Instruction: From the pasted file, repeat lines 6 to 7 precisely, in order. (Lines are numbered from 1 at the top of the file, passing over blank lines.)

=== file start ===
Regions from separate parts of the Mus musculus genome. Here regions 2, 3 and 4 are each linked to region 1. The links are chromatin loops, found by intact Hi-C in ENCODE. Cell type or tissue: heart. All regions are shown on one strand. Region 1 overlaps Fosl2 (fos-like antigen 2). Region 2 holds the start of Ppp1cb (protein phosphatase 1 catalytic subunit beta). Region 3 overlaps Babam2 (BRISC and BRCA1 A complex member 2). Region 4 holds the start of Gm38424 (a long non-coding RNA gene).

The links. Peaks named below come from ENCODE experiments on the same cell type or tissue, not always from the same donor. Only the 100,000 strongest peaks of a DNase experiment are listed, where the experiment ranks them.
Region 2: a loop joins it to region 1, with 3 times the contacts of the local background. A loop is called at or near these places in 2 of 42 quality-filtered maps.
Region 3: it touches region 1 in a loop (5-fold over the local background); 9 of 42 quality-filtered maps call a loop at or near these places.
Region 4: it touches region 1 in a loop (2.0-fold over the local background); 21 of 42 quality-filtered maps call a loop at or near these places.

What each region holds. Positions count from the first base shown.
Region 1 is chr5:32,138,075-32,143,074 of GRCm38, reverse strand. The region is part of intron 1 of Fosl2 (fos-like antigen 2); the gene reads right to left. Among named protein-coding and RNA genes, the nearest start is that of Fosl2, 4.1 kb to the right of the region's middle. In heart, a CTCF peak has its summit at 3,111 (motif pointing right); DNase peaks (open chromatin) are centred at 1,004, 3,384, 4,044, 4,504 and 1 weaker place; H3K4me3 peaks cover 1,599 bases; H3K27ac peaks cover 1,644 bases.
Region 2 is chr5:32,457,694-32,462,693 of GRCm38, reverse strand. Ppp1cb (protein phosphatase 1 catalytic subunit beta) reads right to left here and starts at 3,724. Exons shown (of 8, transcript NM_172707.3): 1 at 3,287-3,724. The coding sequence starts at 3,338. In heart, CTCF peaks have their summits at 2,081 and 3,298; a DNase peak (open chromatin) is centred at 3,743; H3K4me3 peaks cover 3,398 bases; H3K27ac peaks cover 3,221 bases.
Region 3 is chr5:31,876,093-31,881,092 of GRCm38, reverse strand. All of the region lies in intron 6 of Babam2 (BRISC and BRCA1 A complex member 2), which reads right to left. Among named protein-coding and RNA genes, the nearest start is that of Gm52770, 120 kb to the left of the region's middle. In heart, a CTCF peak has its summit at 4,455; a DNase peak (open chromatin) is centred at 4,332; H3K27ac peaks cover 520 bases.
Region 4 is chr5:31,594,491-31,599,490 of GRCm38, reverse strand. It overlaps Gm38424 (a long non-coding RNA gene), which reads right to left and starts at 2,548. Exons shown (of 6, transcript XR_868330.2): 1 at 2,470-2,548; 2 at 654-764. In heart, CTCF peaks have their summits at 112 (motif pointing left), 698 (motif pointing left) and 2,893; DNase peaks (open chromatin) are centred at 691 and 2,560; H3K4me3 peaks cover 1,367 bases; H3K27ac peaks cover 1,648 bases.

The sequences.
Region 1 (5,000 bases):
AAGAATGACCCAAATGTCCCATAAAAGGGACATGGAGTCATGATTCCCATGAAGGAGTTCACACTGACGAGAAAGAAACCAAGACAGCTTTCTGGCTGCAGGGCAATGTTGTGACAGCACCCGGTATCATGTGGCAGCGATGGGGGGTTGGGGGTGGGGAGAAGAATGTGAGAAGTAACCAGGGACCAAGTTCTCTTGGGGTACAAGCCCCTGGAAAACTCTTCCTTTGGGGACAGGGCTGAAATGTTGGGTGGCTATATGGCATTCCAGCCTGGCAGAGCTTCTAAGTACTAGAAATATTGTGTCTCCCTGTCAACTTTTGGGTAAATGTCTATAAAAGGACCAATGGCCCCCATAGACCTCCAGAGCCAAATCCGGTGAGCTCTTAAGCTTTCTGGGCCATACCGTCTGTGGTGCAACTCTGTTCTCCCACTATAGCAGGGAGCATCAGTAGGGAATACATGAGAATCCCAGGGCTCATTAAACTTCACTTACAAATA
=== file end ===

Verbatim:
What each region holds. Positions count from the first base shown.
Region 1 is chr5:32,138,075-32,143,074 of GRCm38, reverse strand. The region is part of intron 1 of Fosl2 (fos-like antigen 2); the gene reads right to left. Among named protein-coding and RNA genes, the nearest start is that of Fosl2, 4.1 kb to the right of the region's middle. In heart, a CTCF peak has its summit at 3,111 (motif pointing right); DNase peaks (open chromatin) are centred at 1,004, 3,384, 4,044, 4,504 and 1 weaker place; H3K4me3 peaks cover 1,599 bases; H3K27ac peaks cover 1,644 bases.